Some college classes exist for obvious reasons. Math, Mandarin, molecular biology… and Miley?
When Complex discovered that Skidmore College — one of America's most expensive private colleges — would be offering "The Sociology of Miley Cyrus" during this year's summer session, the reaction was one likely to be shared by many: taking such a class would be "wasting your parents' money."
It's the same contemptuous reaction that often comes out when a college announces a new class about someone more likely to show up in Us than at a university. The Telegraph deemed a Rutgers class about Beyoncé "ridiculous" and in 2011, an opinion writer for the Georgetown student paper derided a class about Jay Z as "poppycock," according to USA Today. The University of Amsterdam's 1997 class about Madonna even drew incredulous television crews:
But while a controversial pop star like Miley Cyrus doesn't exactly scream ivory tower, there's no reason to assume such a class would be any more wasteful than any other sociology course — and, in some ways, it may be better.
For one thing, the course description (via a tweeted flyer, linked by Complex) makes clear that the course isn't so much about Cyrus as it is about other sociological topics — gender, sexuality, intersectionality, appropriation — that can be illustrated by the singer. This isn't the first time a controversial star has been used to that effect. In 2010, the University of South Carolina did the same with Lady Gaga; the Washington Post jokingly headlined an article about it "OMG," but as with the Cyrus class, the syllabus wasn't a gag. The school's announcement of the class noted that it would focus on "relevant elements of the societal context of Lady Gaga's rise to fame" and that the professor hoped that using a popular star to teach those topics would make them less "boring."
That's another point in favor of pop sociology: the Jay-Z class was reportedly one of Georgetown's most popular courses that semester, which goes to show that celebs can successfully engage students about subjects in which they might otherwise have little interest. Some Cyrus-loving student who hasn't yet picked his major might discover that he loves sociology, too. And who knows — if that leads him to Skidmore's much less interestingly named top-level sociology classes ("Racial Identities: Theory and Praxis," anymore?) and then to a career as a leading researcher in the field, it might all be thanks to Bangerz.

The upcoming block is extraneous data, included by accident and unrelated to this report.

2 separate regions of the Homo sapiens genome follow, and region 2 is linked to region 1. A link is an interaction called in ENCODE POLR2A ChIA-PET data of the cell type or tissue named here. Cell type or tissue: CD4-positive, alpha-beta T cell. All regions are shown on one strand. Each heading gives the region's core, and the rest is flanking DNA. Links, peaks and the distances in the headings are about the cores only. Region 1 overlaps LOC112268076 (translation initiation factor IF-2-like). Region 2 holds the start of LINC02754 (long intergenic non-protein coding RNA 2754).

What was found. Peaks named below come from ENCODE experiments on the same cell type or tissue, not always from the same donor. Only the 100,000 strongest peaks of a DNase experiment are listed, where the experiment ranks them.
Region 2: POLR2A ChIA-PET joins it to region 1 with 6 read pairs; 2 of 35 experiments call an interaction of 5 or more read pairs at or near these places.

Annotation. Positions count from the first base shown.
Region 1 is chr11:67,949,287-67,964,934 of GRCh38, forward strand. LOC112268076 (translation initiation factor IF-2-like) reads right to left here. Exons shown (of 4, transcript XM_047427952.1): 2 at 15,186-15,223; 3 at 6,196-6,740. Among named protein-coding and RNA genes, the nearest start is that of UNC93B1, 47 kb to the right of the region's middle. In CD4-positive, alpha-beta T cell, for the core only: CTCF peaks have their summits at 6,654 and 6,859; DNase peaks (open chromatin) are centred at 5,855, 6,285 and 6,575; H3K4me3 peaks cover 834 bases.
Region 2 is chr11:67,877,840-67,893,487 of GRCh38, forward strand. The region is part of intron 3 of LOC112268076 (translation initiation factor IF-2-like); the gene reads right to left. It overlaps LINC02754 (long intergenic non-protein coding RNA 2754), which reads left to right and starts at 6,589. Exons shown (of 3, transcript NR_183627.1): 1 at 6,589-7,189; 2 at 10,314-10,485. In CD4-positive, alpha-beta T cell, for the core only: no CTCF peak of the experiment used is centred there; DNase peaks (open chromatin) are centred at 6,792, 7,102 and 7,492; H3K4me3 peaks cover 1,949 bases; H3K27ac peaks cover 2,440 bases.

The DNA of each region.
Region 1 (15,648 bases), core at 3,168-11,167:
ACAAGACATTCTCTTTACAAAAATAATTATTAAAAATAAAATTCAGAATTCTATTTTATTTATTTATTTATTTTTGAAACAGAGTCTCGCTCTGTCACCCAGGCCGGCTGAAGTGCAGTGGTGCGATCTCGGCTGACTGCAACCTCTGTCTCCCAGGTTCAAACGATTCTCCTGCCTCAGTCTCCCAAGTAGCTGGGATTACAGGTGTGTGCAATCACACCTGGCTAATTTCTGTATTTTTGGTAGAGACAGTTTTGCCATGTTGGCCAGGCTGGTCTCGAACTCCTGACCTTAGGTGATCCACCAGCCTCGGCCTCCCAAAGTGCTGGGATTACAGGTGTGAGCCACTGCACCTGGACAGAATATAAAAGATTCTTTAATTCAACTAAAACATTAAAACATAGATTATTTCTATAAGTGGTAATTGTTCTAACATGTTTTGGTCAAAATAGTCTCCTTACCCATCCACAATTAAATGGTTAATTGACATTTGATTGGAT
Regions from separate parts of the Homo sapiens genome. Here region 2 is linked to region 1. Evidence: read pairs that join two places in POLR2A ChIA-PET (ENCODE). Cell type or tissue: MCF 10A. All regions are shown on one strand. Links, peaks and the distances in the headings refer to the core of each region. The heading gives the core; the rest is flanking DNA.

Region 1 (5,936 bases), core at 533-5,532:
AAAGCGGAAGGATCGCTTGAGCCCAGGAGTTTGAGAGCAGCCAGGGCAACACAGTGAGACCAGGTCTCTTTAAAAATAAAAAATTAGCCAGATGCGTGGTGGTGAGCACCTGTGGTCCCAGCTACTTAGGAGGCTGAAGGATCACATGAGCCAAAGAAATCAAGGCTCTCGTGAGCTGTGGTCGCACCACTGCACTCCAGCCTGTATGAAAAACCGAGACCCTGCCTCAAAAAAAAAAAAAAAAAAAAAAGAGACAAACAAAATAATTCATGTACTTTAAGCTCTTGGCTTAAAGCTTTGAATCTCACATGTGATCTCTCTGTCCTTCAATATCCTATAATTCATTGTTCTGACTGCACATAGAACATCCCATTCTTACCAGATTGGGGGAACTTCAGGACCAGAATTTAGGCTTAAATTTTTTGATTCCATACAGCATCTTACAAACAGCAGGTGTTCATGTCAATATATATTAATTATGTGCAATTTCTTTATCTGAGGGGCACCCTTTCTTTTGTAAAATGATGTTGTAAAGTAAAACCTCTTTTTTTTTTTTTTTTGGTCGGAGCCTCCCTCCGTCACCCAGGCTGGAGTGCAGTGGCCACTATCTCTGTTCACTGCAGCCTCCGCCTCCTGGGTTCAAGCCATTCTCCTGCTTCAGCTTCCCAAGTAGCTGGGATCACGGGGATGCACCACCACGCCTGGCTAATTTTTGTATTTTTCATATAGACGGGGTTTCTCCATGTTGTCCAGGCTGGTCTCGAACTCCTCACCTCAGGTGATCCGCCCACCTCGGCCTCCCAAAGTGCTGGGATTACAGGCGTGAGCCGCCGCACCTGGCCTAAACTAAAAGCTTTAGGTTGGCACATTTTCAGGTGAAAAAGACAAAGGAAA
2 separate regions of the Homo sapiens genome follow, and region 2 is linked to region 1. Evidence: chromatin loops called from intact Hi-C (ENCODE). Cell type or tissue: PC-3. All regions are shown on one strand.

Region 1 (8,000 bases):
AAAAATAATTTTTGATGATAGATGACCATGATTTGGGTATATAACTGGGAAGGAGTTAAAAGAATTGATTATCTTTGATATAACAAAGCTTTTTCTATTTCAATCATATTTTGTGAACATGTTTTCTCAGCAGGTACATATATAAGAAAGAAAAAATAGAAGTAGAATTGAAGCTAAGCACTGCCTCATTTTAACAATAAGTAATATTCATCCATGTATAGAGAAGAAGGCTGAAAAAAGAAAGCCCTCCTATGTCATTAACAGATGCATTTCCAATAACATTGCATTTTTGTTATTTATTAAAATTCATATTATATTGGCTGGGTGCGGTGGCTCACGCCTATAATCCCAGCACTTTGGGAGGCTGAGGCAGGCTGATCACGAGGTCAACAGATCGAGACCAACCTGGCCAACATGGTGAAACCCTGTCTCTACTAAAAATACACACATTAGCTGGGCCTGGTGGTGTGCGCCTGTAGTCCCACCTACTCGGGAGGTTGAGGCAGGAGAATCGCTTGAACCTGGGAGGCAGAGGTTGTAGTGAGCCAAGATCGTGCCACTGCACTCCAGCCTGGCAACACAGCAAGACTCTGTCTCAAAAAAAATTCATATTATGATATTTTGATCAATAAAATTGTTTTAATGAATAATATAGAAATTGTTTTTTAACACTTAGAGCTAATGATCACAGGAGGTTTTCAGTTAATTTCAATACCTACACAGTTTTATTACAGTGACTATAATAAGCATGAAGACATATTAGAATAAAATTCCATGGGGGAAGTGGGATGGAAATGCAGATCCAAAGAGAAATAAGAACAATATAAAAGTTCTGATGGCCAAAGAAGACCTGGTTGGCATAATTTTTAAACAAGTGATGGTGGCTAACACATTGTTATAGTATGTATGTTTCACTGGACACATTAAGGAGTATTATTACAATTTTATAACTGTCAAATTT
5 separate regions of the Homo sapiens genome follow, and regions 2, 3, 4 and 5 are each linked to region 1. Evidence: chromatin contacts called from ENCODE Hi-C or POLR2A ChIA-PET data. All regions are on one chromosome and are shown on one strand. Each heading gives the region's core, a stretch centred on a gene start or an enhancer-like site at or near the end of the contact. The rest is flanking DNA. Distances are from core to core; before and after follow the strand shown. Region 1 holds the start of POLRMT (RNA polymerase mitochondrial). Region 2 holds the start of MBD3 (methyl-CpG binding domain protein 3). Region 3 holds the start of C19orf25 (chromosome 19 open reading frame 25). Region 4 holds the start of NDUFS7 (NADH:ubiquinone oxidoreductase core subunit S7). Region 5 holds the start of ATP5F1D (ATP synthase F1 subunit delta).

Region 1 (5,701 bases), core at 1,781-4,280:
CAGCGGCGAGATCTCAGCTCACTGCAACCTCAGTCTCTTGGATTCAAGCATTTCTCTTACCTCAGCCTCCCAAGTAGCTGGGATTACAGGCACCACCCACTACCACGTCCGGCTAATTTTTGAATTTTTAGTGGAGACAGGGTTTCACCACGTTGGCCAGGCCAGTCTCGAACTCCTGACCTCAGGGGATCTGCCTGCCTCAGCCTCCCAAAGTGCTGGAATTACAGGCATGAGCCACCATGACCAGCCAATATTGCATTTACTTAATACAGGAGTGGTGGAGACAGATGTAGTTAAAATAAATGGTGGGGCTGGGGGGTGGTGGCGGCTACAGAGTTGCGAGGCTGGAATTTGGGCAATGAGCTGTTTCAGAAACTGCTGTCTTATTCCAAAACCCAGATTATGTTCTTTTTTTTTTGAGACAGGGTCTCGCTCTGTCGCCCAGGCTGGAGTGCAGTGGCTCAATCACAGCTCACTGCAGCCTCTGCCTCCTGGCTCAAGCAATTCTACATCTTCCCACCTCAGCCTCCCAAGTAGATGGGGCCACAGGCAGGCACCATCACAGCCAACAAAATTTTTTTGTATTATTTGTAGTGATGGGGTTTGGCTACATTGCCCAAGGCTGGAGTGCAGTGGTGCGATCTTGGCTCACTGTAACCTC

And the reasons to use someone like Cyrus to teach sociology go beyond getting students in the door. Primary sources — material produced by the person being studied or in the time period under consideration, rather than by someone thinking about the subject later — are a cornerstone of good academic practice. Cyrus' impact on society is only a few years old, and most of it has been documented online, so pretty much every primary source is easily available to study and interpret.
Sure, a professor could teach a less popular class about the celebrity of Charles Dickens or Franz Liszt, using mostly secondary sources, and there would probably be far less backlash. There would be certain advantages to such a class, namely the distance provided by history. It seems unlikely, at this point, that we'll look back in a hundred years and see Miley Cyrus as the a Liszt-level artist or even a Dickens-level famous person; when a century passes, she may no longer seem like the best example of what that aspect of our culture was like around the year 2013. (Not that the idea of a Beyoncé class being offered at every school in the world in 2114 seems particularly farfetched.) For now, however, she's one of the most useful prisms through which to view society.
So Skidmore students shouldn't feel bad about enrolling — and if their parents doubt it, those students will be able to bring in well-founded sociological evidence like a wrecking ball.